Music Interviews

Interview: Kate Nash

It was 2007 when flame-haired Londoner Kate Nash stormed the UK charts with Foundations, which told the tale of a relationship in decline. With hype and success eclipsing expectations, her debut album Made Of Bricks was rush-released, going to Number 1, before her status as best new lady of the land was confirmed with a BRIT award in 2008.

Her second album, My Best Friend Is You, has caused some debate as it’s moved into darker territory. We met her in a pub in Bethnal Green, the Harrow-born lass’s local ‘hood these days, to try to get to the bottom of her new musical direction and where this album came from. But first, how does she feel about Foundations now?

“It’s not that I’m never gonna play it,” Nash explains when justifying its exclusion from recent live gigs. “It’s just that I’m only gonna play it when I feel like playing it. I was just so excited to play the new stuff. I had a thing in my head that the point of these shows was to give my fans the new music so they own it, so I wanted to spend as much time on those and I didn’t want to take away from them by doing that song. And also, I have changed my sound, and I am doing different stuff. My third album is going to be different too. And eventually I’m gonna get away from the ‘pop’ thing.”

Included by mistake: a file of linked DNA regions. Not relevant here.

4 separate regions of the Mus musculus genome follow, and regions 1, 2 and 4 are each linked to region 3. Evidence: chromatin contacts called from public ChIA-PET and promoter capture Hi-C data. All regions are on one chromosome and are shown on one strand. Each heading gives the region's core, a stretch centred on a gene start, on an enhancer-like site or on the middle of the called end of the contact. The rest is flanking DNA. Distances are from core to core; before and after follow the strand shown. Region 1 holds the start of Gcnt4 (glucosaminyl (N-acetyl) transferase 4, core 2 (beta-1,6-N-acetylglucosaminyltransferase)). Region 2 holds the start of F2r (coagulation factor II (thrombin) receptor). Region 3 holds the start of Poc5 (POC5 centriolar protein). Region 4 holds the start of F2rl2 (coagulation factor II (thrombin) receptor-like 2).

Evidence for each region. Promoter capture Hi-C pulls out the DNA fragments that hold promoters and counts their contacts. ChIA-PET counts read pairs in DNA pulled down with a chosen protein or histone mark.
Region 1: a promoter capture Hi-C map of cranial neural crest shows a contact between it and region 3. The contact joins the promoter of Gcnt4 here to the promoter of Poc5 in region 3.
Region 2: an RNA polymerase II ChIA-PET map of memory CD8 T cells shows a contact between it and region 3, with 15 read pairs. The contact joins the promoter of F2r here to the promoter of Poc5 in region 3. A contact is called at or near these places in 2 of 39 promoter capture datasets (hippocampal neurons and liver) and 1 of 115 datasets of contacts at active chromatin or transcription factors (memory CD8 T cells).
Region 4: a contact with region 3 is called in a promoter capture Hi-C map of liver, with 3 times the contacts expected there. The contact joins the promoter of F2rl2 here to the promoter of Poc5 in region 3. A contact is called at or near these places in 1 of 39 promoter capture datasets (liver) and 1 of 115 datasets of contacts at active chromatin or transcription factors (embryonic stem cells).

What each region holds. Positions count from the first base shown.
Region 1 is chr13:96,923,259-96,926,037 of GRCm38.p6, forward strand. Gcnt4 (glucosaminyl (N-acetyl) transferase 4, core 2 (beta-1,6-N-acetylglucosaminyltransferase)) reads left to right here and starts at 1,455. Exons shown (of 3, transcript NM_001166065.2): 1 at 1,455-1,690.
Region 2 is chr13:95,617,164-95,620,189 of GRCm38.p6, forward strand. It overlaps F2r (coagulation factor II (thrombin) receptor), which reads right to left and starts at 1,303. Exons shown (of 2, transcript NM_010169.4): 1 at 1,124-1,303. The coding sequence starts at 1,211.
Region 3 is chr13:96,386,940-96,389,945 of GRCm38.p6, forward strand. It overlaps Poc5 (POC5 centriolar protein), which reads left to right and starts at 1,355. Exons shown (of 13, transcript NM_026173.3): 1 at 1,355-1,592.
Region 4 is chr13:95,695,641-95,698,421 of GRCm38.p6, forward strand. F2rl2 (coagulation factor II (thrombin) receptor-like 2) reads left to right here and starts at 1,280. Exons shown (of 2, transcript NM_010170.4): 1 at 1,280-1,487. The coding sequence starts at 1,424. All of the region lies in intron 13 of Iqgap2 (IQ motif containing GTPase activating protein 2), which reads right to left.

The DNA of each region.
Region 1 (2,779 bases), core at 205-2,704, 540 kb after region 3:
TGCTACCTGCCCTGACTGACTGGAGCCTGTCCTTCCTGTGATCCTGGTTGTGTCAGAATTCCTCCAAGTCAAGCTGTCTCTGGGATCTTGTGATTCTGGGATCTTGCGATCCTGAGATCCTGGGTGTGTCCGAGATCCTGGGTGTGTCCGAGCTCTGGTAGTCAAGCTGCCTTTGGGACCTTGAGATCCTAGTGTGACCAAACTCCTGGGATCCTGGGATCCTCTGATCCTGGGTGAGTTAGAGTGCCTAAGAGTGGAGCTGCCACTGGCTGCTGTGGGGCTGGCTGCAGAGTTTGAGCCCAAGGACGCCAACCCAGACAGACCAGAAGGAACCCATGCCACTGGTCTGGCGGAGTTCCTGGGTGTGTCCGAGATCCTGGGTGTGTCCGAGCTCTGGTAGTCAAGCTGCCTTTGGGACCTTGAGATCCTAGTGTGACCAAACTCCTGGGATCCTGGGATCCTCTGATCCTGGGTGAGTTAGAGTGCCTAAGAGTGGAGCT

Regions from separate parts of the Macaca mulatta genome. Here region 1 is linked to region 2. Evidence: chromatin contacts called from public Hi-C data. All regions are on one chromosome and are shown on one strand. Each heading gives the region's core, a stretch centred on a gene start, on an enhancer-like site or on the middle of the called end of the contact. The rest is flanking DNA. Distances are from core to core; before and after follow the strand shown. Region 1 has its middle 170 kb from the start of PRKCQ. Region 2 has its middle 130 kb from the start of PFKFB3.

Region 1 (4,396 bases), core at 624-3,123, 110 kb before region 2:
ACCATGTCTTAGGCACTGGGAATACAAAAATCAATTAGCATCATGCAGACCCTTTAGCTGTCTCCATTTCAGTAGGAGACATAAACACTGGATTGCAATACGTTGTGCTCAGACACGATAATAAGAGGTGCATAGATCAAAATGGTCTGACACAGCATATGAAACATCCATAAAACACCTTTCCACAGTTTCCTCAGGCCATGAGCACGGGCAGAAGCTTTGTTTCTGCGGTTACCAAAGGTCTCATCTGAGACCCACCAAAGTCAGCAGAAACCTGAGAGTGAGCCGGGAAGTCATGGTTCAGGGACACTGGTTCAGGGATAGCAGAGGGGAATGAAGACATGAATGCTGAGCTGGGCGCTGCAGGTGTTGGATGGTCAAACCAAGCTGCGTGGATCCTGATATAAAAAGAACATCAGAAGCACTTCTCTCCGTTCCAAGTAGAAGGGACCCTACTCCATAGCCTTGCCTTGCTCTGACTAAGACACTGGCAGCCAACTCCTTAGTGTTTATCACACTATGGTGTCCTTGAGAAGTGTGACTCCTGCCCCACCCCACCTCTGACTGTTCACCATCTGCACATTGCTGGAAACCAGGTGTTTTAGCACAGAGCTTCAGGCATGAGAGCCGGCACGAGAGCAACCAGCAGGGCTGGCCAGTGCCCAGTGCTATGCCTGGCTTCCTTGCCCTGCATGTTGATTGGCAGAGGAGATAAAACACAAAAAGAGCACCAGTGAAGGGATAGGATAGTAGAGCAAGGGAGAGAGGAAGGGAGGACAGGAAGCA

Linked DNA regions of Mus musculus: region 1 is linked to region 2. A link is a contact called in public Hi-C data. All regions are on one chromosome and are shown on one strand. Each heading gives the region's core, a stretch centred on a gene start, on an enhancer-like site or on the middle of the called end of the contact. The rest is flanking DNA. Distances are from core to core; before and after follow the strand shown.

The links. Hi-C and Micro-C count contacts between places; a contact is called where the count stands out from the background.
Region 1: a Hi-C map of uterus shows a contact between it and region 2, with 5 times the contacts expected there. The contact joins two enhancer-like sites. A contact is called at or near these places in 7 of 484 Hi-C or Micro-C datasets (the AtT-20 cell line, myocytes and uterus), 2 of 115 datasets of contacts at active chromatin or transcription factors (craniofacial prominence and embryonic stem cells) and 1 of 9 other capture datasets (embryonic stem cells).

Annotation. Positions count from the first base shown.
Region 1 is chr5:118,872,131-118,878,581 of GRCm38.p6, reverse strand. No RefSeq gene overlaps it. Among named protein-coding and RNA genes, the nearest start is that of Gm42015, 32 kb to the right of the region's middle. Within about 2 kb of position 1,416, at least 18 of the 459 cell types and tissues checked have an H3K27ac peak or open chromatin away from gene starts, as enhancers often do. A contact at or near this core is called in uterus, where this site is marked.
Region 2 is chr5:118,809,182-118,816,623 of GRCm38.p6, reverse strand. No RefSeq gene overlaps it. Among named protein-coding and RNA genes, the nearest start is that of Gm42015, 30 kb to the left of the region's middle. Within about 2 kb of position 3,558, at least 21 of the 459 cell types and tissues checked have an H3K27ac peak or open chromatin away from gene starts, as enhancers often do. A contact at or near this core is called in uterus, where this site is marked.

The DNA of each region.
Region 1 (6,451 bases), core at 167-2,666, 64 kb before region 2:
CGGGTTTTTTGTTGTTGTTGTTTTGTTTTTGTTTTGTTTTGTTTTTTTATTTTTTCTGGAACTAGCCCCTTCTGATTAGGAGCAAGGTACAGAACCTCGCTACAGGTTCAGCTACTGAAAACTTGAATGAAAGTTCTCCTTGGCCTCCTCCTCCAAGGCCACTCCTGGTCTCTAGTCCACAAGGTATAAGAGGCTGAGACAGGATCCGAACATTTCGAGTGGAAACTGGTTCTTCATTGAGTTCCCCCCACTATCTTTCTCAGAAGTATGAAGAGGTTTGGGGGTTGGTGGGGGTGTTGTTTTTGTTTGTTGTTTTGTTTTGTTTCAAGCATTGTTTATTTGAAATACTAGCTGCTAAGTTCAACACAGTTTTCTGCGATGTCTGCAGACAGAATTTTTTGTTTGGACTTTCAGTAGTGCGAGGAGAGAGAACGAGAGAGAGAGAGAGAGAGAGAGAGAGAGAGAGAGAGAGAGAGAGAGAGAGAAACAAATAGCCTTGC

Does that mean it’s going to get really weird? “I still love pop melodies and all the music I listen to, even lo-fi and punk or whatever always has a great pop sensibility. And that’s how I write. But I’m not always gonna be doing it on this scale – on a pop scale. So I just want to go to people, ‘If you like Foundations and only like me because of Foundations, then bye’. I just need to get the real purists in now. But at the same time I still like it and think it’s good. I don’t want it to be a big deal.”

If you’ve heard My Best Friend Is You, you’ll have a good idea of what she means when she says her sound has changed. Reviews have included words like “disorienting” and “schizophrenic”. The infectious pop of Made Of Bricks is still present, but sits, at times uncomfortably, alongside noisier and less tuneful styles of music. This was signalled when the first song released was the brooding, jagged I Just Love You More. It seemed like a strange track to use to kick off the campaign. “It was so different to my other stuff and I just thought people would be like ‘Oh my God – what the fuck is she doing. Why’s she fucking changed?’ and it’s good to kind of freak people out a little bit and it’s so catchy as well and it’s really in your face and it’s raw and it’s punky and it’s fun and I just thought that would be a cool first track to give people for free because it wouldn’t be a single.”